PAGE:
The Burger and the Drive-Thru
In 20th Century North America, the car ruled all. Most communities were developed to facilitate the use of the almighty vehicle. And at the same time, fast food and burgers shot into the spotlight. The union between the two would become not only reality, but an integral part of the daily lives of millions.
If we stop to think about it, nearly anything can be done without getting out of the car. While the hamburger is credited with launching the drive-thru system, you can now get your coffee, grab your groceries, and settle your bank issues all in a drive-thru.
To trace back the beginnings of the drive-thru, one cannot ignore where fast food started: in 1921, when Walter Anderson and Bill Ingram planted the seed known as White Castle. The concept of small, easily transportable hamburgers would serve as a model that any drive-thru would soon go hand-in-hand with.
About 25 years later on a very famous route in Missouri, a man named Sheldon Chaney, more affectionately known as Red, opened what he claimed as the world’s first ever drive-thru, Red’s Giant Hamburg. Akin to eating at a picnic, Red’s was an institution on Route 66 until Chaney’s retirement in 1984.
When we think of the drive-thru, there are many famous names that crowd the list, but there are still a few smaller operations that apply the drive-thru in their business models. These are my top five:
1. Beef N’ Bun Whistle Stop – El Cajon, California
When the food is made simple and without much fuss, you just have to know that the people will come. When you show up to this establishment behind the wheel of your car, you’ll be taken back in time. The burgers served at this drive-thru are reminiscent of the ones that were present before the era of the global fast food chains. When you add a peanut butter milkshake, you can’t go wrong.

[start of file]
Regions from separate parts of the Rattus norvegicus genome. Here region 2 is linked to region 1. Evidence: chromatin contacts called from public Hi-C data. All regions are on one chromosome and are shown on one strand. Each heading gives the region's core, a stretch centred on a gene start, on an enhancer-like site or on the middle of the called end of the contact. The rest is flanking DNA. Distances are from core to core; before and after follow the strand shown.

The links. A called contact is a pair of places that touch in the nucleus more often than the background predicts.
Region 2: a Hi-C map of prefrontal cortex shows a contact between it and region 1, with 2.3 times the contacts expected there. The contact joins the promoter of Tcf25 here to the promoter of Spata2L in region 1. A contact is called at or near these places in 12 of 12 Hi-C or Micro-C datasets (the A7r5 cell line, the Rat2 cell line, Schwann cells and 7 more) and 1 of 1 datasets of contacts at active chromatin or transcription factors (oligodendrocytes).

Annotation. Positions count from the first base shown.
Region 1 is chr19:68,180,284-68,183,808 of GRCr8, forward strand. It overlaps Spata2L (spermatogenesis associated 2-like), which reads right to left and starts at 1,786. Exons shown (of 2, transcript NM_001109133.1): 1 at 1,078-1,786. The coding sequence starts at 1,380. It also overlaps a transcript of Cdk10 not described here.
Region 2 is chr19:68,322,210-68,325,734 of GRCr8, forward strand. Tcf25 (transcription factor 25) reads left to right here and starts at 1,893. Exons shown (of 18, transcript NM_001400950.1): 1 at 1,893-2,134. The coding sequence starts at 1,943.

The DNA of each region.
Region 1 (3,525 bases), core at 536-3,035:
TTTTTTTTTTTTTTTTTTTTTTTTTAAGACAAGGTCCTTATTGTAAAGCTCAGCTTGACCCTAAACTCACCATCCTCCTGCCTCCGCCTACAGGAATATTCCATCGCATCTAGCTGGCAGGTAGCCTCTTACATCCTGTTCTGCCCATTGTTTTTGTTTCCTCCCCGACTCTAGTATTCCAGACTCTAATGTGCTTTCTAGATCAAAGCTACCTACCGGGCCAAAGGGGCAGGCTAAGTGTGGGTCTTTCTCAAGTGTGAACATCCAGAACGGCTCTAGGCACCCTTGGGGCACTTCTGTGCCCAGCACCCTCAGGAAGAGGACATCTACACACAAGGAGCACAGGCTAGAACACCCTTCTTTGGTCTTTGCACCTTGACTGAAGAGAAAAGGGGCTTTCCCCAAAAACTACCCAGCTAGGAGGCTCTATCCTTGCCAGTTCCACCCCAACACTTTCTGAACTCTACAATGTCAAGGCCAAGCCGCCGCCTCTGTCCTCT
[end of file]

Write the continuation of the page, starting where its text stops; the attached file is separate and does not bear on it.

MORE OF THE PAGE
2. Yellow Basket – California
While most common drive-thru juggernauts have literally thousands of locations across the globe, smaller, more modest chains also employ them. The Yellow Basket has three California locations to its name and a large variety of burgers to boast.
Talking about the drive-thru, we cannot go without mentioning three of the bigger names in the art of serving burgers on the go.
3. In-N-Out Burger – West Coast
In 1948, In-N-Out Burger was introduced to America by the Snyder couple in Baldwin Park, California. Outside its notable place in society because of its signature stacking of burger patties, the west coast chain is also known for a drive-thru innovation: the first drive-thru intercoms were used here. That put a whole lot of bellhops out of business and lessened the burden on roller skates.
North of the border, Canada has its own fast food drive-thru tradition. Beginning in 1956, originally under the guise of a drive-in, A&W started putting its mark on the psyche of all burger-loving Canadians. When you roll up to an A&W, you can select from the family of burgers, like the Papa or the Uncle burger. Even if you have an unruly adolescent, there is also a Teen burger to please their fickle tastes.
While many of us have a twisted relationship with the fast food giant, no one can deny that the golden arches are kings of the drive-thru. While McDonald’s may have been late to the game, only coming to the table in 1975, the drive-thru now accounts for most of its sales. Some locations are so busy, that a second lane had to be added to speed things up.
Not all people are so happy about the success of the drive-thru. On any given day, the congestion caused by these lanes can get in the way of the normal flow of traffic. On top of that, it takes away from the sit-down restaurant experience. The city of Saskatoon, located in Canada’s Prairies, is one of many cities thinking of banning the drive-thru. Waiting cars are just sitting in these lanes with their exhaust going up to the atmosphere. In 2012, our environmental concerns have become so paramount that even chains like In-N-Out are considering enacting a moratorium on new constructions.